Preset Photo Adjustment Follow Up — Debate is Split, Scott Chimes In

lift-and-stampIt’s been gratifying to see that the great preset debate from my earlier post is not isolated to this office, instead there seems to be a lot of interest in this topic and a fairly even split in favor of and against using adjustment presets.  The majority of comments landed somewhere in the neighborhood of “I use them in moderation in order to get initial settings or ideas, then custom tweak from there.”

This is not a bad place to be.  And yet, my presets sit to the side of my toolbar gathering dust 99% of the time.

Why?  I’m constantly amazed at the extent to which each and every photograph is an individual.  A small wiggle of the lights, camera, clouds, sun, model; any of it can change an image materially.  This doesn’t just apply to the technical values of the image, it also applies to the mood and aesthetic essence.

It is this aesthetic essence that I try to ‘read’ when I start post production on an image.  Does this feel like a dark or light image?  Is it punchy and loud, or quiet and subtle?  Does the color add value or create a distraction?  I find that the images have some capacity to direct me in my approach.

How does this ‘approach’ translate to real action?  Here are the steps with which I approach a new collection of images that come across my desk:

  1. Edit.  I don’t want to be distracted by volume when retouching.  I only want to spend cycles working on images that are fundamentally good.  To that end, I complete an edit before any retouching begins.  For more on this topic, take a peek at this post on my editing process.
  2. Start Playing.  After the edit I spin through the selects, somewhat aimlessly at first.  I might select a certain image that grabs my fancy, pull the exposure or white balance around a bit, yank another couple of sliders around.  Maybe I get engaged at this point and start a full process with this image, maybe I leave it totally unfinished and move along to play with another select.  Eventually I stumble upon an image that starts to take shape and piques my interest.
  3. Dig Deeper.  This is where a sort of conversation takes place between me and the image.  At the risk of sounding like a total dork, it’s kind of like the first dance with a new partner.  There is a give and take – a push and pull.  On one hand I’m controlling the look of the image, on the other hand it’s letting me know what it wants to look like.  I’ve seen images that look horrible in color and brilliant in black and white, I’ve seen images that are noisy and cluttered when properly exposed, but simple and refined when blown out.  Definition and clarity can make an image crisp, or can produce devastating halos that scream ‘overprocessed’.  I’ve found that the only way to really understand an image’s potential and limitations is to experiment and follow your gut.  It is my firm belief that using presets at this stage has the unintended side effect of actually limiting creativity and experimentation when they’re intended to do the opposite.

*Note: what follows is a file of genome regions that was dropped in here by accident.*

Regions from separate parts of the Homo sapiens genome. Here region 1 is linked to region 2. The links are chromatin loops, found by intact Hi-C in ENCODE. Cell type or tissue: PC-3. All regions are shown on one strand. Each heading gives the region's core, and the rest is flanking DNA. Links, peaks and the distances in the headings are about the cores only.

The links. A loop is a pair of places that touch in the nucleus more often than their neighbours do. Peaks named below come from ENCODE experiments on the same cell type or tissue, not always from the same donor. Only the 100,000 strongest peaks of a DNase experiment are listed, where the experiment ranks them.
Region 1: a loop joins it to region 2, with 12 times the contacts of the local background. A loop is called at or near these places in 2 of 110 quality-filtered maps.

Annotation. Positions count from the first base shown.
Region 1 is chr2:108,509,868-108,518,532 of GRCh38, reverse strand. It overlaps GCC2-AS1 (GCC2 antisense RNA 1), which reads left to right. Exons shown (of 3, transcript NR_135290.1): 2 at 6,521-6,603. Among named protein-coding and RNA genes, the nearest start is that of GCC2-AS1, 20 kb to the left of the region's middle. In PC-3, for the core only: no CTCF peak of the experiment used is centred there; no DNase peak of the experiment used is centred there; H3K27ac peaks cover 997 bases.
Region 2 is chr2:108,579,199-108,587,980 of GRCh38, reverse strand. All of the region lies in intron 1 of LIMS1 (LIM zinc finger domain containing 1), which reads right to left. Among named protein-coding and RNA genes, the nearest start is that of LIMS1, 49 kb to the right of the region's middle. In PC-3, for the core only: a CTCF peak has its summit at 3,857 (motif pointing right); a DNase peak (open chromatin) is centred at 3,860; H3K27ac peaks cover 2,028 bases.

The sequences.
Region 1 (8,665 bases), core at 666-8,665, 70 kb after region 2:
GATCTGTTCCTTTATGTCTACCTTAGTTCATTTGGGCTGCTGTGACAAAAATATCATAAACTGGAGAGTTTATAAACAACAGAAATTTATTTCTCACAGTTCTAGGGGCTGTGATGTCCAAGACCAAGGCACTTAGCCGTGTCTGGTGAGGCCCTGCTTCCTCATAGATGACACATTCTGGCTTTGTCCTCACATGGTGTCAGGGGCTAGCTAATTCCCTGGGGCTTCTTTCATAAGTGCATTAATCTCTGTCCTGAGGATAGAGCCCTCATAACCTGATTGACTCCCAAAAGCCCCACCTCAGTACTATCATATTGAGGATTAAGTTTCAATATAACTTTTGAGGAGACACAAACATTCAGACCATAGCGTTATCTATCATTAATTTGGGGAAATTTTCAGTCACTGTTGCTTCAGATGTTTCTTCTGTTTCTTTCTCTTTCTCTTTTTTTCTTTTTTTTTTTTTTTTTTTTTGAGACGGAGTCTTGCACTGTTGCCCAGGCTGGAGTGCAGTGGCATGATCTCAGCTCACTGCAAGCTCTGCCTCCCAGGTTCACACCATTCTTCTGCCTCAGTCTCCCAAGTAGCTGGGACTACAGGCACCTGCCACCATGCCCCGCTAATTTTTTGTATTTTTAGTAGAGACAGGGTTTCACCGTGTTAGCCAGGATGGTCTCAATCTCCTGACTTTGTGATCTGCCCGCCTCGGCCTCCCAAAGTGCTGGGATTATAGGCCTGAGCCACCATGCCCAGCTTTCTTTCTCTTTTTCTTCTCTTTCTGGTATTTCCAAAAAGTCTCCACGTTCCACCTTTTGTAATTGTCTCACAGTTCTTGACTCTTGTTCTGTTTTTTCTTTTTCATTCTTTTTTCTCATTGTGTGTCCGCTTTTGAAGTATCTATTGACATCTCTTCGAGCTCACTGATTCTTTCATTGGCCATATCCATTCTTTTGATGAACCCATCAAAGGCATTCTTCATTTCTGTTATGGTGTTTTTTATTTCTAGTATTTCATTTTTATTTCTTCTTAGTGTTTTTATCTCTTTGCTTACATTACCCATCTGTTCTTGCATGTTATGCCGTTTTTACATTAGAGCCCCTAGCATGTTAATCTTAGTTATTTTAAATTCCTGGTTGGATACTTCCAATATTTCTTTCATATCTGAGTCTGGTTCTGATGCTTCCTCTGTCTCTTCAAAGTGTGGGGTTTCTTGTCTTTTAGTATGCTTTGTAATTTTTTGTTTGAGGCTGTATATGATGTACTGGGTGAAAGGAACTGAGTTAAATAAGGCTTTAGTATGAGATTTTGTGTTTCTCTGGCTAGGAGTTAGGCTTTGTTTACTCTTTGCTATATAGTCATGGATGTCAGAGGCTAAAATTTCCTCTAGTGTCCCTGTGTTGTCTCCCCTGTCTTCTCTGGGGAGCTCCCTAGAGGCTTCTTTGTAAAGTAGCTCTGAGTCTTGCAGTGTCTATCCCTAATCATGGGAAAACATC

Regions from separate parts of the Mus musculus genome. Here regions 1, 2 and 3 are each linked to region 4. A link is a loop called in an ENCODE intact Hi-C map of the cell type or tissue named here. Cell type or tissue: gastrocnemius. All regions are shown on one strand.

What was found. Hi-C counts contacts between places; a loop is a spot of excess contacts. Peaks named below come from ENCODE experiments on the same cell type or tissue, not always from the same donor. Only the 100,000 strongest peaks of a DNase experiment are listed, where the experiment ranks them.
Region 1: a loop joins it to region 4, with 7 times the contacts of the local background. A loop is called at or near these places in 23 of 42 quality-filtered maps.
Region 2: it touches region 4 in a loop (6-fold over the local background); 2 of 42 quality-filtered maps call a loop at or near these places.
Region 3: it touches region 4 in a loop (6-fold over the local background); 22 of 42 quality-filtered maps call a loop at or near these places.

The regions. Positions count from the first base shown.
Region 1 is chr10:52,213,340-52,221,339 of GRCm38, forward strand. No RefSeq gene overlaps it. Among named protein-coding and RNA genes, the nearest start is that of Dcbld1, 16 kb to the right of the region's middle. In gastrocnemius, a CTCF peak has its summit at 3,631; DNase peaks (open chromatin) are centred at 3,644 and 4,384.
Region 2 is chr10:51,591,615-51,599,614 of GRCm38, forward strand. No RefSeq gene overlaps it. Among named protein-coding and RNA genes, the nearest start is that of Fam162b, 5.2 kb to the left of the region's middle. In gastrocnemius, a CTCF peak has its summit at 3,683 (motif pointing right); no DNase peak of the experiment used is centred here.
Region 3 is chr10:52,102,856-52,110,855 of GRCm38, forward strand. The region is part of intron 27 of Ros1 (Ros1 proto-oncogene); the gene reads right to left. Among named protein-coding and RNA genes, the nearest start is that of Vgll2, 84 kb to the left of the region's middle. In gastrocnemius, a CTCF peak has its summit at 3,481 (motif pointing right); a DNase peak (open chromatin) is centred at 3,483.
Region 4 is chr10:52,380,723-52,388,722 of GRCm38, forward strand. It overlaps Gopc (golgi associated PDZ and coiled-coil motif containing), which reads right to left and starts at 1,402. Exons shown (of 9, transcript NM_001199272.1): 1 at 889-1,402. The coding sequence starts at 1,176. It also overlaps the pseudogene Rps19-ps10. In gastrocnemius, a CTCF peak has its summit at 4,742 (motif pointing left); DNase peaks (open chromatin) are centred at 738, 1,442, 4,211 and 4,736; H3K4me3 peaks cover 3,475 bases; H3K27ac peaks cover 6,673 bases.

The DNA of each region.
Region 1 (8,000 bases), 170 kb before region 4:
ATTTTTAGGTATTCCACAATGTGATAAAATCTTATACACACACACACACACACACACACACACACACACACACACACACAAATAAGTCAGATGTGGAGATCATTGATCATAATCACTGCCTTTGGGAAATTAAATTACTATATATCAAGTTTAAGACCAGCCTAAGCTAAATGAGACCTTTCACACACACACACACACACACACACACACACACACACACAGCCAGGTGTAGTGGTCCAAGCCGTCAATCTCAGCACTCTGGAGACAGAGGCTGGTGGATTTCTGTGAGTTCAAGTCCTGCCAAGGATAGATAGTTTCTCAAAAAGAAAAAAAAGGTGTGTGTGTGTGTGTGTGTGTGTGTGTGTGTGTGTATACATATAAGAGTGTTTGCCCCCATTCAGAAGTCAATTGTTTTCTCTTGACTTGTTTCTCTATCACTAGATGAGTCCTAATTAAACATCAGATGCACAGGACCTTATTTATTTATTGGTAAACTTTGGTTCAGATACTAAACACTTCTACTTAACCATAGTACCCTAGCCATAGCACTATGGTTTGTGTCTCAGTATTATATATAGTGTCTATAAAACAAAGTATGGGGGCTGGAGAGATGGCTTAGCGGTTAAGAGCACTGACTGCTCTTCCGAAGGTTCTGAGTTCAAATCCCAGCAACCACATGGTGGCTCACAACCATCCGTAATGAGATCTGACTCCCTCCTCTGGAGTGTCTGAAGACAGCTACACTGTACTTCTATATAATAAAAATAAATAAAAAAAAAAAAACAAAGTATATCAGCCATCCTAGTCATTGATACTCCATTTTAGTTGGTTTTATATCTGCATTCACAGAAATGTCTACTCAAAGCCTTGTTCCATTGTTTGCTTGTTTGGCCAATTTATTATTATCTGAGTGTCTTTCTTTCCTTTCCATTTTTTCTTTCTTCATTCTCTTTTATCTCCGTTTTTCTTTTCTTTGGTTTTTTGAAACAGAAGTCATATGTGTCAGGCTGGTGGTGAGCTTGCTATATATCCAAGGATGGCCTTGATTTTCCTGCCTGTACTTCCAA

4. Spread the Love.  Once the image that has grabbed me initially has had a significant initial work up, it’s time to see if the aesthetic works with it’s neighbors.  While I avoid presets like the plague during my initial experimentations, I have no problem applying the adjustments I’ve made to the first image to the rest of the collection.  This is sort of a hail mary play.  Sometimes it’s an acute failure; the image I worked up initially is  an anomaly and it’s optimal settings are pure poison on the next frame in the edit.  On the other hand, sometimes there is enough similarity between the images that this Lift/Stamp move across the whole shoot delivers ‘instant gold’.  Usually, it’s somewhere in between, i.e. the few surrounding images from the exact same scenario sync well, where the ones that are a few hours apart need to be reworked entirely.
  5. Rebuild or Fine Tune.  Depending on how well the Lift/Stamp worked, it’s time to either undo the Stamp and start fresh on a second image, or in the best case scenario all that’s required is some tweaking to the individual images.
  6. Export.  At this point there are a pile of selected images that share a similar look and feel and that have each received some individual love in the RAW processing.  If there is a client review to be done, we’ll create a web gallery or send over preview files.  If we’ve got to go crazy on a small volume of advertising images it’s time to get into Photoshop and make magic.

Lest this all be too simple, I should share two exceptions to this workflow.

Ongoing Projects.  Chase shot for almost three years to complete the Seattle 100 project.  By the second month of shooting we had perfected the shooting and retouching.  The lights were set up the exact same way each time we shot.  The camera settings were always the same.  The high contrast black and white aesthetic was established and fine tuned.  All we had to do was repeat until we had shot all 100 subjects.  In this instance we relied heavily on our custom preset during the initial broad retouch of images for the web.  The images that went in the book were each custom retouched in Photoshop.